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A study of more than 1,500 HR professionals in 2022 has revealed that the cost to hire an employee has doubled in a year to $23,860.[i]  Most people remain in the workforce for around 45 years (typically from their early 20s to their mid-60s), and the average person changes jobs every two years and nine months.

So, it’s possible that an employee could easily accumulate around 16 jobs in their working lives. Of course, this may vary quite a bit due to factors like the industry they are in, personal circumstances of the employee, and their level of education. However, some of the most common reasons staff move from one job or career to the next include:

  • to pursue a better opportunity (this could mean better pay and/or more fulfilling work)
  • to get away from a toxic work environment or industry
  • to find a job with more room for growth or progression
  • to get away from a specific boss or manager
  • due to being dismissed or made redundant.[ii]

So, knowing WHY your staff are leaving is critical to save on your recruitment costs and to increase retention rates. How do you get this information? One simple but very effective way to obtain this information is via conducting exit interviews.  Exit interviews serve as a platform for departing employees to open up about their experiences working with you.

A few merits of conducting exit interviews:

  • Preventing Future Turnover: An in-depth understanding of the relationship between employee health practices and job satisfaction can help organisations proactively address issues before they lead to turnover. By addressing concerns identified in exit interviews, you can implement preventative measures to create a healthier work environment and reduce the likelihood of future departures.
  • Demonstrating Commitment to Employee Well-Being: By actively engaging in discussions about health practices during exit interviews sends a powerful message to employees. It demonstrates that organisations are genuinely interested in the well-being of its staff and is committed to creating an environment that supports both professional and personal growth.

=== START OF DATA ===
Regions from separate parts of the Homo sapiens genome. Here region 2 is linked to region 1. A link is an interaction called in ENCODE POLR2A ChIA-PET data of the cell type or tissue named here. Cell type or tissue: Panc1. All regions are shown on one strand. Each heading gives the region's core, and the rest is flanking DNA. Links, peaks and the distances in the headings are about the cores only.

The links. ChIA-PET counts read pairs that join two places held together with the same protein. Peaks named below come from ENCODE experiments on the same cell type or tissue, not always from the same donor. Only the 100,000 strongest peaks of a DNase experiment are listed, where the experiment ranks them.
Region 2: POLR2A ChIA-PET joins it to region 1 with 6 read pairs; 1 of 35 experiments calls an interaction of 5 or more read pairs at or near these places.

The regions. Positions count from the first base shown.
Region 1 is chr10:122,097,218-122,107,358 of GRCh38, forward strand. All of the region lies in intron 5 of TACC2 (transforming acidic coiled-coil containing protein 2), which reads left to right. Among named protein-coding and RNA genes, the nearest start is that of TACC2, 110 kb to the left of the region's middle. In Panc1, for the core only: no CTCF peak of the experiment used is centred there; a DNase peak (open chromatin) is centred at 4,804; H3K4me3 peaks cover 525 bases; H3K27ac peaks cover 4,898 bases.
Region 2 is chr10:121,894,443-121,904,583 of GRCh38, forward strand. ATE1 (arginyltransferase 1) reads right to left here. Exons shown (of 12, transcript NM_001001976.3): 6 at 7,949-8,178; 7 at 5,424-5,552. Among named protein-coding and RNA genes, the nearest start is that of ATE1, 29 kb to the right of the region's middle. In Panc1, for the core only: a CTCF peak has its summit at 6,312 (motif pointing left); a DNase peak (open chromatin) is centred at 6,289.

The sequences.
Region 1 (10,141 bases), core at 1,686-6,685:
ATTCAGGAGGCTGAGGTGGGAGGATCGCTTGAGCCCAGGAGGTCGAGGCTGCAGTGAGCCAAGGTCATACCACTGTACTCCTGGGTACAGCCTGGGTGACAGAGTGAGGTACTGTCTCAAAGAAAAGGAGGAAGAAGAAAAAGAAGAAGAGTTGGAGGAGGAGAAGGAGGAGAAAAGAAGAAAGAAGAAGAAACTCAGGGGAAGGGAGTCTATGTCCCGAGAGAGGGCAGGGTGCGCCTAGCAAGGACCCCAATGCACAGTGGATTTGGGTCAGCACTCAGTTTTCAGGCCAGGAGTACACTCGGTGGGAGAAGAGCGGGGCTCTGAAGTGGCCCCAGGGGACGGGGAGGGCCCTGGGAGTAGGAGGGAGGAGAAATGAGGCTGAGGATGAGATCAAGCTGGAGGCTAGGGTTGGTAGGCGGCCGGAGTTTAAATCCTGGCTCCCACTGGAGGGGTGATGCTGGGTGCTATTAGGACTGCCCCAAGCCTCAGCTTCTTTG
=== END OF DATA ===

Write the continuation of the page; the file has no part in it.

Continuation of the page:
• Enhancing Workplace Wellness Programs: Insights collected from exit interviews can inform the development or improvement of workplace wellness programs. By understanding the specific health needs and concerns of departing employees, organisations can tailor their wellness initiatives to better meet the needs of their current workforce, ultimately improving overall employee health and satisfaction.
  • Understanding Mental Health Challenges: Mental health is a significant aspect of overall well-being. Exit interviews provide a confidential space for employees to discuss any mental health challenges they may have faced during their employ. Insights gained from these discussions can help organisations implement measures to address mental health concerns and foster a more supportive work environment.
  • Uncovering Physical Health Issues: In some cases, employees may leave a job due to physical health issues. Exit interviews can shed light on whether workplace conditions, job demands, or the lack of accommodations contributed to an employee’s health-related decision to depart. This information can help organisations to make necessary adjustments to create a healthier and more inclusive workplace – often a simple but effective tool to understand employees’ requirements.

Embracing exit interviews as a tool for assessing and addressing departing employee health practices is not just a strategic move; it’s a commitment to the long-term success and vitality of the organisation.

Understanding attrition rates is vital for you to be able to design future programs around retention. Please get in touch to explore this option further by emailing our senior workforce consultant Brooke Wilson at [email protected] who would be happy to help conduct this for you.


Acknowledgement of Country